Bench Grinder(slow speed)

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wrote:

Yes, I learned some of those details while I was reading more about the Oneway system. IIRC, someone provided some info about how to bore out the centers of the wheels. I don't have a DP yet though, so I'm not sure where that leaves me for the time being.
Thank you! Bill
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My recollection of drilling out the centers of the grinding wheels, is that I didn't use a drill press. I believe I used a brace[1] as I wanted to be sure nothing would get out of control on me. Once the bit started chewing on the plastic, there wasn't much material in the actual grinding wheel that needed to be removed.
[1]: The brace I used is a little different than the typical one you find. Mine has four fingers in the chuck and can properly grip standard drill bits.
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wrote:

Michael,
I can understand your wish to make sure nothing would get out of control on such an operation! I have a brace (and some of the standard auger bits that accompanied it)--I was just keeping it around for "posterity", maybe I should check if I have a 1" auger bit. That's what I would use, correct?
Hmmm. maybe those (auger) bits I have are not suitable for use with this sort of material?
I'll have to keep thinking about a solution to this. I wonder if Woodcraft or Rockler could assist me?
Thank you, Bill
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wrote:

You don't want to use an auger bit as it will not center on the hole. Use a regular twist bit.
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wrote:

Thank you for your comment. I may need to purchase one of those regular 1" bits. I hope they have them for 3/8" drive! I'll go take a look at Sears...
Bill
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wrote:

Sears has them for about $28...1/2" drive of course. I don't think I'm comfortable doing this without a drill press anyway. Maybe I can pay someone at Woodcraft to drill.
Thank you, Bill
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If drilling - not on a lathe ? -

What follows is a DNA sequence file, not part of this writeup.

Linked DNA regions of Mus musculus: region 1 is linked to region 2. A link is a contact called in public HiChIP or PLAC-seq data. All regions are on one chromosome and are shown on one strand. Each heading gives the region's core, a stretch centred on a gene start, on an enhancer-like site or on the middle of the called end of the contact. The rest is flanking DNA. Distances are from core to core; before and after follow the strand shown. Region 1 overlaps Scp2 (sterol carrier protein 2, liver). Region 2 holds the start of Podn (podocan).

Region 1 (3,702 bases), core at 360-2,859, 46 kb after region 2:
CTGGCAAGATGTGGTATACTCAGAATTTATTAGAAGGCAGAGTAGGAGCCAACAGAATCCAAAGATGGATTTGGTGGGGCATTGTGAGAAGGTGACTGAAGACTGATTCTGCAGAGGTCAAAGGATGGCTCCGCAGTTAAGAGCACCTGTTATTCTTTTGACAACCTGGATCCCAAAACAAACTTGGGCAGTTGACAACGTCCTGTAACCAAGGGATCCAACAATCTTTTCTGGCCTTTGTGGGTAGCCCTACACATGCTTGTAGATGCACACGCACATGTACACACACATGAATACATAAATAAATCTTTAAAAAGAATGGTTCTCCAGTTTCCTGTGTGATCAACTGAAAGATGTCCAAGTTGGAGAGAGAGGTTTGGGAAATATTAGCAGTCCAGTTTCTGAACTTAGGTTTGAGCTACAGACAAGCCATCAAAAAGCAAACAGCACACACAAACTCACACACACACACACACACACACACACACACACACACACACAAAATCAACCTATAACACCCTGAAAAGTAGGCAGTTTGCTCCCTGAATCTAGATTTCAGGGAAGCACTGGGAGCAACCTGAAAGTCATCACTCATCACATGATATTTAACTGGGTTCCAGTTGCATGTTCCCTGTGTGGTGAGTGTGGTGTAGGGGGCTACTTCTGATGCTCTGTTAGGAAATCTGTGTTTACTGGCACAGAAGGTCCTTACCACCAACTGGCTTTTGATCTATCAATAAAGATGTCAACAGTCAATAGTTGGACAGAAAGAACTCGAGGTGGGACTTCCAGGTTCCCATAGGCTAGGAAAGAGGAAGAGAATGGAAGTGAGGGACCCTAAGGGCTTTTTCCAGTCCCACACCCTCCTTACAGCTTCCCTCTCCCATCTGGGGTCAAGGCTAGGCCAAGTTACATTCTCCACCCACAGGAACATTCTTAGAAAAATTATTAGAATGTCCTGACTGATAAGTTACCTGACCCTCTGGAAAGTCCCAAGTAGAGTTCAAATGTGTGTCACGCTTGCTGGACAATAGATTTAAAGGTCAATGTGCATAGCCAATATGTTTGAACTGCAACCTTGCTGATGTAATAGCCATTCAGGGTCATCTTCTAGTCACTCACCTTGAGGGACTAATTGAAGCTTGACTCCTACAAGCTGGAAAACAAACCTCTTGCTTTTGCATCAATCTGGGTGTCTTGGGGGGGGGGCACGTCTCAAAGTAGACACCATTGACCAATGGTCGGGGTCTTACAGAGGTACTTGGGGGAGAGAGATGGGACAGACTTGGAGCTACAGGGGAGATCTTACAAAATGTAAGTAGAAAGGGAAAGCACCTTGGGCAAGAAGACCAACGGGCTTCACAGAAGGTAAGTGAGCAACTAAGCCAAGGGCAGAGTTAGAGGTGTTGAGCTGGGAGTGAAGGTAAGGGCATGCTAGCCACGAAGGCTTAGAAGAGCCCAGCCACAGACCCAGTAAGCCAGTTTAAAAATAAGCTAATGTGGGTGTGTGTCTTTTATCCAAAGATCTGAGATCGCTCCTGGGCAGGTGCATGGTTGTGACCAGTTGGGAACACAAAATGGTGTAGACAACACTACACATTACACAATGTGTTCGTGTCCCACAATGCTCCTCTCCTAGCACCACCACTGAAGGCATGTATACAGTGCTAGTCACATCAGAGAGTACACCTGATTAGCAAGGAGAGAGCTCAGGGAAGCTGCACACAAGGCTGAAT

I'd use a cone drill that maxes out to that size. It self centers and if several steps are in action - will continue. Mine have carbide blades on a slot in the cone and does nice in high chrome steel.
A twist drill won't center - as the hole is already there. It would have to be centered and the drill driven there as on a lathe.
I'd be concerned to balance - Please plan on truing them up with a diamond as an unbalanced wheel can explode.
Martin
Bill wrote:

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No, you need a twist type bit that can seat into the hole that's all ready there. I used a bit from this set, from Harbor Freight:
http://www.harborfreight.com/cpi/ctaf/displayitem.taf?ItemnumberR7
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wrote:

Thanks Michael. Did you mention earlier that you accomplished this operation with a hand drill?
Best, Bill
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Yes, I did it with a brace. Most of the material to be removed is the plastic insert. Several turns with the brace, and most of the plastic caught on the bit and just tore out. Once the plastic came out, there was not very much material that had to be removed from the grinding wheel itself.
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wrote:

Thank you. I appreciate the guidance you've provided me regarding this! It likely will not be until May, but I will post some sort of review of how things work out. Thanks again!
Bill
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wrote:

I bought the slow-speed grinder at Woodcraft. Believe me, you do not want this one, it vibrates a lot. I returned it.
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I have the 1725 rpm grinder from Woodcraft. 8". Works fine. Comes with 2 white oxide grindng wheels so no need to buy any.
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On Mar 5, 8:28pm, " snipped-for-privacy@yahoo.com"

Swapped the fine wheel for a buff -- same machine takes my edges from start to finish. Replaced the tool rests with a Veritas. It's been serving me fine for 15 years.
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